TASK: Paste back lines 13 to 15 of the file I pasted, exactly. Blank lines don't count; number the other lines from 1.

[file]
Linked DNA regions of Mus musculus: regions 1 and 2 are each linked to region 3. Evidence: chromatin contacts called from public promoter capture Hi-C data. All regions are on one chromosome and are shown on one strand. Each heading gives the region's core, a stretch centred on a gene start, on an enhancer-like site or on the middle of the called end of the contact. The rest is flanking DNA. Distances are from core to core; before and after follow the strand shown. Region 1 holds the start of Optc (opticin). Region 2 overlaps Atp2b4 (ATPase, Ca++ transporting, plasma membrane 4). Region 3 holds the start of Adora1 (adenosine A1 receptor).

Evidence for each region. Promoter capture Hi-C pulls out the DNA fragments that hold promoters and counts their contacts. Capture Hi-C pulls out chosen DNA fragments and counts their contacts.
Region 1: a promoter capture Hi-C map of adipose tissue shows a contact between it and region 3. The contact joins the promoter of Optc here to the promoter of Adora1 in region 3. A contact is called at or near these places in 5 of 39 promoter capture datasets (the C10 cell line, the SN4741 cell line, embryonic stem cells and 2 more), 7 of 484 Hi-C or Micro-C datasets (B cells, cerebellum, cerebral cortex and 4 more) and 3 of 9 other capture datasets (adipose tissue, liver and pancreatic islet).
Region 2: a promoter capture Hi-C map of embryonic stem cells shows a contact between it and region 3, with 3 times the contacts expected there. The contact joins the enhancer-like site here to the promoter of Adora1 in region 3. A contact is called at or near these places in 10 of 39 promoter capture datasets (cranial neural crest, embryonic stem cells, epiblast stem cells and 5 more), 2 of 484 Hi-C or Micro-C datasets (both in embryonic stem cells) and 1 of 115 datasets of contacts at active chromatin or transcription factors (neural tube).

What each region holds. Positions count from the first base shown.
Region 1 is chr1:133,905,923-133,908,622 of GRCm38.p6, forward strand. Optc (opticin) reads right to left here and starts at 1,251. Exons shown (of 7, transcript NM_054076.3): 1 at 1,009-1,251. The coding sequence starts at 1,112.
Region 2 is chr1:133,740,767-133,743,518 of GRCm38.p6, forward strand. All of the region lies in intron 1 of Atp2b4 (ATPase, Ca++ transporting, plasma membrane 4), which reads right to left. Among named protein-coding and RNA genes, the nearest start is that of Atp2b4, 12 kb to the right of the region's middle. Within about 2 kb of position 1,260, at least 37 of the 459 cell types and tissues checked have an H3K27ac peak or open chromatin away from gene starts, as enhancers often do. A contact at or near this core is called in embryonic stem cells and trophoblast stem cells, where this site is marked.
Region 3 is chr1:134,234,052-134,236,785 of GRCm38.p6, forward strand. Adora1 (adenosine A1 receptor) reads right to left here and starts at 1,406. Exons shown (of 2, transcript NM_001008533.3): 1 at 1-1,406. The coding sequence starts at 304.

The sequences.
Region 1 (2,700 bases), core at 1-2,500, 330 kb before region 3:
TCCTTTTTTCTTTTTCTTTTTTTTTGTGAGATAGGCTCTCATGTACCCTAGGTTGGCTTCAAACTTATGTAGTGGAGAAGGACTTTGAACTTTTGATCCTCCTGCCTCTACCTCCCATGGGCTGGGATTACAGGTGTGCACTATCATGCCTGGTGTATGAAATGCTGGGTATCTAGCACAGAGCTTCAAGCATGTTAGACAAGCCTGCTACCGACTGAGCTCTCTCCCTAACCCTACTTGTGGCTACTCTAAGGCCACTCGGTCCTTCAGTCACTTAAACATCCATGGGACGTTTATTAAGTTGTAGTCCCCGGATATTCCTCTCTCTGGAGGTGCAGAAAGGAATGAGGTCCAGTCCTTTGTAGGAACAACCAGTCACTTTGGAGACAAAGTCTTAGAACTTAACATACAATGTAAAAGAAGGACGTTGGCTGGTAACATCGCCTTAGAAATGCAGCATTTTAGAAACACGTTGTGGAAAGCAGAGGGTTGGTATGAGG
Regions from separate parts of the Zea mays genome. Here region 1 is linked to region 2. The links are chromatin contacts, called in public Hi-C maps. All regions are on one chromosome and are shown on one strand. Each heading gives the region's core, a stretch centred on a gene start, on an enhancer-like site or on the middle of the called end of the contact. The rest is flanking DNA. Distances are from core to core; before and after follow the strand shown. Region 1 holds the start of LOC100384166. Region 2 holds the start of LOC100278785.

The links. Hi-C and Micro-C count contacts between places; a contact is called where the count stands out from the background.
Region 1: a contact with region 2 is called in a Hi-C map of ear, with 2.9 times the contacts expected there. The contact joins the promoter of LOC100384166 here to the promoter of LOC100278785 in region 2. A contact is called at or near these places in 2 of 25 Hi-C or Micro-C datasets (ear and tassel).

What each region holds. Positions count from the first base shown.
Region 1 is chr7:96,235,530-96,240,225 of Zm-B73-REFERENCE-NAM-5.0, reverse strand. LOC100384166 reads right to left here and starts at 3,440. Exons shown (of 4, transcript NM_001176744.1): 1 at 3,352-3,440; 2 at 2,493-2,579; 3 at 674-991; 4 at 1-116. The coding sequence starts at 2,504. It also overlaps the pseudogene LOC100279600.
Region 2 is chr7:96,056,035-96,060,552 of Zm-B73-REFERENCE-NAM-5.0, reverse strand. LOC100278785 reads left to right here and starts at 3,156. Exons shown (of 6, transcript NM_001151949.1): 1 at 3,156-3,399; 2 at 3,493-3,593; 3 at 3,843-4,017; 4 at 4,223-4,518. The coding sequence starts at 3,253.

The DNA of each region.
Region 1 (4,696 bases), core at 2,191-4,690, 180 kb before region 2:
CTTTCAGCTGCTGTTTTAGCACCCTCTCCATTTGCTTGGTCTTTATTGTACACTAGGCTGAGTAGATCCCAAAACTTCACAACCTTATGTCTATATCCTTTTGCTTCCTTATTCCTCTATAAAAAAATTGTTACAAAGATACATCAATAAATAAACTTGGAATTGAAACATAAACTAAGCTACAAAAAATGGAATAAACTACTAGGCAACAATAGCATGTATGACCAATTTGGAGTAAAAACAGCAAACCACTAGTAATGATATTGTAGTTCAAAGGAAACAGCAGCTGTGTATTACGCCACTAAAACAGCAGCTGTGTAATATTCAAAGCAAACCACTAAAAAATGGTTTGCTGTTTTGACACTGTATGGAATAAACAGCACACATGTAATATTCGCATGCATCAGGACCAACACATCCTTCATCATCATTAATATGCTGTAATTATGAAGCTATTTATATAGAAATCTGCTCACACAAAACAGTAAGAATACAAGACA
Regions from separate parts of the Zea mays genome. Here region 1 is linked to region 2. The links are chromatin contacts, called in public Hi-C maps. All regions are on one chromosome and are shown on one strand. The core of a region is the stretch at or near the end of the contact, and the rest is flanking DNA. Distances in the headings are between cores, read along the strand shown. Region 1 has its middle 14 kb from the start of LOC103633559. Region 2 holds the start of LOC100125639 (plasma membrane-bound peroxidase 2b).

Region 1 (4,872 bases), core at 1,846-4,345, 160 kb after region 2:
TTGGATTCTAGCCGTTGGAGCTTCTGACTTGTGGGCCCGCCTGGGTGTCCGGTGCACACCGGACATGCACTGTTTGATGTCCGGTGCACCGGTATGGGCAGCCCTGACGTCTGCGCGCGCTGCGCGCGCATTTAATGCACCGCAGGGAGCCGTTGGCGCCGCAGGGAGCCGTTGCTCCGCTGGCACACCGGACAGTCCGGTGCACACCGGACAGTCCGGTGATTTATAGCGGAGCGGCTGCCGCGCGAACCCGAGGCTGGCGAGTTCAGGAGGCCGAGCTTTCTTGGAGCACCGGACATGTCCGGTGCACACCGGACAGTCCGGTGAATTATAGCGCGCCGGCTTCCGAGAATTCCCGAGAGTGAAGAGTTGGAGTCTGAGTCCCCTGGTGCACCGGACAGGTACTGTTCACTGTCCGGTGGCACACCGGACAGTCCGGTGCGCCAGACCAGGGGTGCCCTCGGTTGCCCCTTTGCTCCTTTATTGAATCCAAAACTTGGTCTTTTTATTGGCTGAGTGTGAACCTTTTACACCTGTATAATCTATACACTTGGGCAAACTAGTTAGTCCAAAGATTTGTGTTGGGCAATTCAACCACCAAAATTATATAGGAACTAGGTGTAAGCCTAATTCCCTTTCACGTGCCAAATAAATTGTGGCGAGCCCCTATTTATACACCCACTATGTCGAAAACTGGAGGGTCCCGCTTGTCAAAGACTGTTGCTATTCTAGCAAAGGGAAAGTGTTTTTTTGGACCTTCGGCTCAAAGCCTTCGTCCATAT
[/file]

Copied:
The links. Hi-C and Micro-C count contacts between places; a contact is called where the count stands out from the background.
Region 1: a contact with region 2 is called in a Hi-C map of ear, with 2.9 times the contacts expected there. The contact joins the promoter of LOC100384166 here to the promoter of LOC100278785 in region 2. A contact is called at or near these places in 2 of 25 Hi-C or Micro-C datasets (ear and tassel).

What each region holds. Positions count from the first base shown.